Our friend Adam wrote this post about recent happenings in Korea. I have been learning more and more that for a culture that claims a grand respect for the elderly, they are not taken care of well by anyone (families and government alike). The elderly suicide rate is higher than that of the youth, and the youth rate is the highest in the world. It is a real shame.

  2. cashpost13
    March 11, 2014

    Foster and I just reblogged this on our site, so more people could see it. It’s a part of a grander issue to spread around. Thanks for writing about it!

  3. Felipe
    March 11, 2014

    I’ve been to Japan recently. There these street cars can only be installed after 6pm, and there is not a single one in the street before that time. Also, they must have all the prices listed (for not charging double to foreigners, for example). Finally, they receive inspections (real inspections) nearly very day to make sure everything is clean and in order. Now compare that to what you see in Seoul.
    There is no way to impose those conditions, or any conditions, on street vendors here. They occupy half the street permantly, they charge differently to each customer, higienic conditions are poor. Every time somebody tries to regulate this, they protest and there is no way to apply the law. Then , what would you do?
    Order and control, Korea needs some of this urgently.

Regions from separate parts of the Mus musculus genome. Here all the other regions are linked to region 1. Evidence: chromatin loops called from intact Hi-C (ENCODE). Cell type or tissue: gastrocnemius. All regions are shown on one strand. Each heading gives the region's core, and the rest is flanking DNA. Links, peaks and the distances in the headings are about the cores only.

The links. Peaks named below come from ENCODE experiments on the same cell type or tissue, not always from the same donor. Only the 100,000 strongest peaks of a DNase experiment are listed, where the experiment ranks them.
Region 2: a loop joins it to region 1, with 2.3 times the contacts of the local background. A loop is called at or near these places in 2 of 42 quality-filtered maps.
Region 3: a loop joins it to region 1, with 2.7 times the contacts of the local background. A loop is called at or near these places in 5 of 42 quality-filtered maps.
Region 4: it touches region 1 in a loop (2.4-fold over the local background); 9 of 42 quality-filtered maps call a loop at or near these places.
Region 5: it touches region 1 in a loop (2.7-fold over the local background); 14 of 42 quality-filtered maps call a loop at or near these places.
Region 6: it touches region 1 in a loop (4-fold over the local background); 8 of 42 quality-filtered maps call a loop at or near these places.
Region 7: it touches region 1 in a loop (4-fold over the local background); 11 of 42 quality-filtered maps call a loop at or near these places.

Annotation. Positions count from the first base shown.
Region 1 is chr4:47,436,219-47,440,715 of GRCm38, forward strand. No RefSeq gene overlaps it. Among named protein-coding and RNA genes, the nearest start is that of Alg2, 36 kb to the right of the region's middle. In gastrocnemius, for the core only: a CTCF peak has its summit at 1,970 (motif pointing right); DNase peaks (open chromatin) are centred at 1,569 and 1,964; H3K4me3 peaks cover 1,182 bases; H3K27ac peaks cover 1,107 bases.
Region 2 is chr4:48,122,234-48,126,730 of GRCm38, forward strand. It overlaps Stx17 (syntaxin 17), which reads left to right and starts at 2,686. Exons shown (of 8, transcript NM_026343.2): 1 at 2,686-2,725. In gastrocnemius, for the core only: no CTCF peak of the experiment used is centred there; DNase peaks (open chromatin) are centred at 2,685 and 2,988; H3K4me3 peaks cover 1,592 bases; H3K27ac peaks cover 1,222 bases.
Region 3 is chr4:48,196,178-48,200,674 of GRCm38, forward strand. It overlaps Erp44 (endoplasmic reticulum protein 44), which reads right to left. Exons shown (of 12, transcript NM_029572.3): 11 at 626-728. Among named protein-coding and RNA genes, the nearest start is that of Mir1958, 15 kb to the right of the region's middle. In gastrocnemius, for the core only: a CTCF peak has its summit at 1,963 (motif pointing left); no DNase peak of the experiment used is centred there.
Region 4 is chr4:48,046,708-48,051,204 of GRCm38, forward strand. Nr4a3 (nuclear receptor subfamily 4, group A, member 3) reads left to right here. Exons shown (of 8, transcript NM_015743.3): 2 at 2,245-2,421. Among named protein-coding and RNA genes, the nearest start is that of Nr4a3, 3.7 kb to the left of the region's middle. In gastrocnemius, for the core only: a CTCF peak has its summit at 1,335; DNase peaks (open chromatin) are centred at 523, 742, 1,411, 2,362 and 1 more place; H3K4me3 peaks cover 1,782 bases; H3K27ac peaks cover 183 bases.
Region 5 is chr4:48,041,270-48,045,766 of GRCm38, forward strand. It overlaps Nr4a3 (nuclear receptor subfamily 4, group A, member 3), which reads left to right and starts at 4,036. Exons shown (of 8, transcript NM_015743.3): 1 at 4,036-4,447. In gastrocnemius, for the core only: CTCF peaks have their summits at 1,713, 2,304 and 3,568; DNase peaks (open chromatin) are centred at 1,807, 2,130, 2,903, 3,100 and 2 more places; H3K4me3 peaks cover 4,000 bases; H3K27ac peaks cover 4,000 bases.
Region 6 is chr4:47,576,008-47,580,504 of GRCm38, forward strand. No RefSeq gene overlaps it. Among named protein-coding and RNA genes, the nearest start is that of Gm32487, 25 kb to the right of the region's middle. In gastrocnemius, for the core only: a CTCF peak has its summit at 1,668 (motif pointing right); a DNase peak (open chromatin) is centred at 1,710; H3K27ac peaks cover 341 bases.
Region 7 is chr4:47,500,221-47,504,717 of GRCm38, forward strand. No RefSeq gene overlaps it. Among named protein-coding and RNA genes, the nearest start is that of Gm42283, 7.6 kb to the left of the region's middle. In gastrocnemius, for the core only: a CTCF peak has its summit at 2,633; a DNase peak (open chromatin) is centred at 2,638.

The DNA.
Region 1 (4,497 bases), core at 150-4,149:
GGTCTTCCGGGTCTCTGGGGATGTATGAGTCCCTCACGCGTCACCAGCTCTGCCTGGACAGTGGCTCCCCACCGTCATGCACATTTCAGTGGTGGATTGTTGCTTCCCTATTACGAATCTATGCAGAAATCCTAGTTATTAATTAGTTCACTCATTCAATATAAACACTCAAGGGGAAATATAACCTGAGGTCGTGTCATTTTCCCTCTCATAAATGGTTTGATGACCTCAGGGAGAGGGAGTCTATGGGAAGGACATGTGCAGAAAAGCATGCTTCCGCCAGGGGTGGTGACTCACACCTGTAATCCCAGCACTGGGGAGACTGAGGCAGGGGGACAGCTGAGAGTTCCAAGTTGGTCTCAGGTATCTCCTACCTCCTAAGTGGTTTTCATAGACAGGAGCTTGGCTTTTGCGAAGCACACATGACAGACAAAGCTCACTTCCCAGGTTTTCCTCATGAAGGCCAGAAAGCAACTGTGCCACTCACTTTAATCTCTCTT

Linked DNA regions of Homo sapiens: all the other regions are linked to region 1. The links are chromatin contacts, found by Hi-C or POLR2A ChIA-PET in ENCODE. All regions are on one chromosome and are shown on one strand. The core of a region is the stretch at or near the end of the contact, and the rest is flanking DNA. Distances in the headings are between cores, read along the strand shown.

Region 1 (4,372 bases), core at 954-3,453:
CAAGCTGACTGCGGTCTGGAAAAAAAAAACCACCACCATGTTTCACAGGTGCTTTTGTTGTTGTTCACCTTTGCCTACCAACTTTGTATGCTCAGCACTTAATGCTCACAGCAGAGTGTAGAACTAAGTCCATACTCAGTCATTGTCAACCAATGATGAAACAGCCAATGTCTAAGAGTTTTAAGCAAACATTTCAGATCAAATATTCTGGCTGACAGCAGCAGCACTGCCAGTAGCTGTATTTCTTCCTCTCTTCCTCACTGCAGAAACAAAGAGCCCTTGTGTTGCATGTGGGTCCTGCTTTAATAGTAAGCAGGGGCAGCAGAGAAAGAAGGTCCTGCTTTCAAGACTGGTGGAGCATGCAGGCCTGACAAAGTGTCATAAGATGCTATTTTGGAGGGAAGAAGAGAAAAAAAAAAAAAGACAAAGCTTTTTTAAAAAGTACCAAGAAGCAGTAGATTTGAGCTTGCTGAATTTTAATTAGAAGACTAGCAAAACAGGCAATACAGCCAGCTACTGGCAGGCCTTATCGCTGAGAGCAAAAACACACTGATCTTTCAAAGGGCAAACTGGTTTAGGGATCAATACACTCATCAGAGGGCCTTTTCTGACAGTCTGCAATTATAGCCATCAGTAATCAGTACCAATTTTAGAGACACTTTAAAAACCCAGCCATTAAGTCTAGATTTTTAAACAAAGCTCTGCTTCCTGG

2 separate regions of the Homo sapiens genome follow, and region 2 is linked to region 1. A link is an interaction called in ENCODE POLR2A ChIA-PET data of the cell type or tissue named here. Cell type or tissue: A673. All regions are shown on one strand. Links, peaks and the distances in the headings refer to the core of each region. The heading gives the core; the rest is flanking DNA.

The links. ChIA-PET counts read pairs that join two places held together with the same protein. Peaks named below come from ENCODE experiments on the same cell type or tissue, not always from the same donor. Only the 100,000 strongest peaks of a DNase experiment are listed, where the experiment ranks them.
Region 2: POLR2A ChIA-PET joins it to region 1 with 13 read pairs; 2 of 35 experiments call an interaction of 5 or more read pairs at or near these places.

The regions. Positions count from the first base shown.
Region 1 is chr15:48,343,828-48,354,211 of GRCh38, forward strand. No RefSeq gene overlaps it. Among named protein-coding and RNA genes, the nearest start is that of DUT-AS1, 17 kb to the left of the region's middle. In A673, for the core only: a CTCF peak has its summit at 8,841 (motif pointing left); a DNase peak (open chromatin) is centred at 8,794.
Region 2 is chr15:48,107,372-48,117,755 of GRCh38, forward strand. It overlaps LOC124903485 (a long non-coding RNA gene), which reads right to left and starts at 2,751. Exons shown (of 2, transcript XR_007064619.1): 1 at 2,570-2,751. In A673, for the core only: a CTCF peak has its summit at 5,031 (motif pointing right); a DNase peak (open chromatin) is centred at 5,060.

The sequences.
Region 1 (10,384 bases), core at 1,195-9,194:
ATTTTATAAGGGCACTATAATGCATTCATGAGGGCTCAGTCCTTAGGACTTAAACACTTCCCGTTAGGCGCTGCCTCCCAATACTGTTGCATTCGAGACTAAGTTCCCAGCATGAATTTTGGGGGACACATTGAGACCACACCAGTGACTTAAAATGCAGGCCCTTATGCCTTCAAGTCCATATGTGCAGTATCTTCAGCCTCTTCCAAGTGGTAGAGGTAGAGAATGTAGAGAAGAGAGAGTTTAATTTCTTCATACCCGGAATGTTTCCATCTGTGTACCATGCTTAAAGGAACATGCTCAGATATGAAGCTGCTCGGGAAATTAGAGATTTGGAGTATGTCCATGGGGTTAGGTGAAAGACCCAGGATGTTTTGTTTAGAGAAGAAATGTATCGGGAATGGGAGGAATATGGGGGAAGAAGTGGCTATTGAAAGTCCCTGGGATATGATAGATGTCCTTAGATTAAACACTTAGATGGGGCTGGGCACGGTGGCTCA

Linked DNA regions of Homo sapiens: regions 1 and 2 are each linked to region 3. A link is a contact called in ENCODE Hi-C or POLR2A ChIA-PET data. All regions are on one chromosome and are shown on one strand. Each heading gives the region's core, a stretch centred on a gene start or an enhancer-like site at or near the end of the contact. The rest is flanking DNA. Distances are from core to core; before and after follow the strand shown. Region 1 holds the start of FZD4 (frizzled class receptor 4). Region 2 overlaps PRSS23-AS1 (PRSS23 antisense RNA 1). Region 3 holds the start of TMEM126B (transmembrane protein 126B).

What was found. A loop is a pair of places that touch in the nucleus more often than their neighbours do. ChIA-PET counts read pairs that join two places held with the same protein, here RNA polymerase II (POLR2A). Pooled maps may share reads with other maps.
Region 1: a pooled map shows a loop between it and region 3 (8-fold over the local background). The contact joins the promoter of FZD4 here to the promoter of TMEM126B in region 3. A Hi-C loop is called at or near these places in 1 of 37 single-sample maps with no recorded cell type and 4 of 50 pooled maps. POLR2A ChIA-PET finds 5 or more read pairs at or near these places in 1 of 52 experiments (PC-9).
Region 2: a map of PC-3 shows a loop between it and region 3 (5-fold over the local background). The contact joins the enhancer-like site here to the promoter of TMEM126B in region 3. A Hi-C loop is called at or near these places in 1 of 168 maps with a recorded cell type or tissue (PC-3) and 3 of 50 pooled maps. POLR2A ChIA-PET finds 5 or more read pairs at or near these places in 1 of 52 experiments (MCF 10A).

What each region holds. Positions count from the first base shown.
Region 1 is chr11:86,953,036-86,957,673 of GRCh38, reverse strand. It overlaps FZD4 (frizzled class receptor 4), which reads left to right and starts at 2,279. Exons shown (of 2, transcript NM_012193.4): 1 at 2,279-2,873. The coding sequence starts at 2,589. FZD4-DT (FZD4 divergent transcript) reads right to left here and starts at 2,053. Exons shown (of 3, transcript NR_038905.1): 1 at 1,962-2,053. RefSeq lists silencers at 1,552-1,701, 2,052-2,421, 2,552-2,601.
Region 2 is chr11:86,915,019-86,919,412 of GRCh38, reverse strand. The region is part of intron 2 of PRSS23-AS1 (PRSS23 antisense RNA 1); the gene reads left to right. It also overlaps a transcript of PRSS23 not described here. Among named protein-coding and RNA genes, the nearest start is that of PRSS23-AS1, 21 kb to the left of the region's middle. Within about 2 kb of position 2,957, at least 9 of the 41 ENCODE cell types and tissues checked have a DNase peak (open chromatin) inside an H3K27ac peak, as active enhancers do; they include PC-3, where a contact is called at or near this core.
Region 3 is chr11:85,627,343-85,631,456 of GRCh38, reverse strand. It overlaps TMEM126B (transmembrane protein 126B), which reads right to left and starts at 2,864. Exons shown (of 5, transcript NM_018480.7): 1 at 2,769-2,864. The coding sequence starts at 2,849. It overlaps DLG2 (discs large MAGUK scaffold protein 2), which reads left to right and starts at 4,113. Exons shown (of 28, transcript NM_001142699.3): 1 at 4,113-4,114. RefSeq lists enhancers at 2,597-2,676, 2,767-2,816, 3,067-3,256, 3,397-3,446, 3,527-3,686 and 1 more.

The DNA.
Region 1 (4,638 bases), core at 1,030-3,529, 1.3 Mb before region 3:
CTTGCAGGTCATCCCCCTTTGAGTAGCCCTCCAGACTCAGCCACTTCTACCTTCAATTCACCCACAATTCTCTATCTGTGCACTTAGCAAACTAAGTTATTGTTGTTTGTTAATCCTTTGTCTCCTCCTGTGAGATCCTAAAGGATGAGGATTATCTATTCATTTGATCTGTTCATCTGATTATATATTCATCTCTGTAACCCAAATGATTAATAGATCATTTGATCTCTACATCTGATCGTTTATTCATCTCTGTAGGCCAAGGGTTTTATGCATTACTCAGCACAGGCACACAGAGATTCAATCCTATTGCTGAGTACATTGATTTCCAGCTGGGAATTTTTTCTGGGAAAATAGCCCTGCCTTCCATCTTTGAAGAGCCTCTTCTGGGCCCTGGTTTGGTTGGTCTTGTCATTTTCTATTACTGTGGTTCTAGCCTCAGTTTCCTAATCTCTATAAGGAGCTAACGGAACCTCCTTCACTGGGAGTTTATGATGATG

• Rich F
      March 11, 2014

      Order and control is not the same as smashing up someone’s livelihood. As a foreigner, I dont feel reassured when I see a gang attacking an individual and destroying their belongings. Perhaps you have confused order and control with violence and cruelty. This is a surprisingly common misunderstanding which occurs all over the world.

      • Felipe
        March 11, 2014

        As most of the people commenting on this issue, I don’t think that using thugs is right. I say a clear no to any form of violence.

        On the other hand, I am quite desperate aboput some things I see wveryday: motorbikes speeding on the sidewalks, taxis running on red traffic lights, people smoking and spitting under clear signs of 금연, cars parked on top of crosswalks, people littering the street as there is no tomorrow, and, of couse, street vendors who park their carts day and night not leaving space enough to walk comfortably.

        I see this everyday all around Seoul, and nobody seems to care because everybody agrees that there is no way to make people comply with the law and respect other people. Maybe some politician just got tired of notyfying these people they shouldn’t sell food there and decided to try to solve it the wrong way.

        Anyway, don’t cry for them. They will be back soon. There is only one thing more scary and stubborn than a Korean thug, and that is a Korean ajumma.

  4. Ben
    March 11, 2014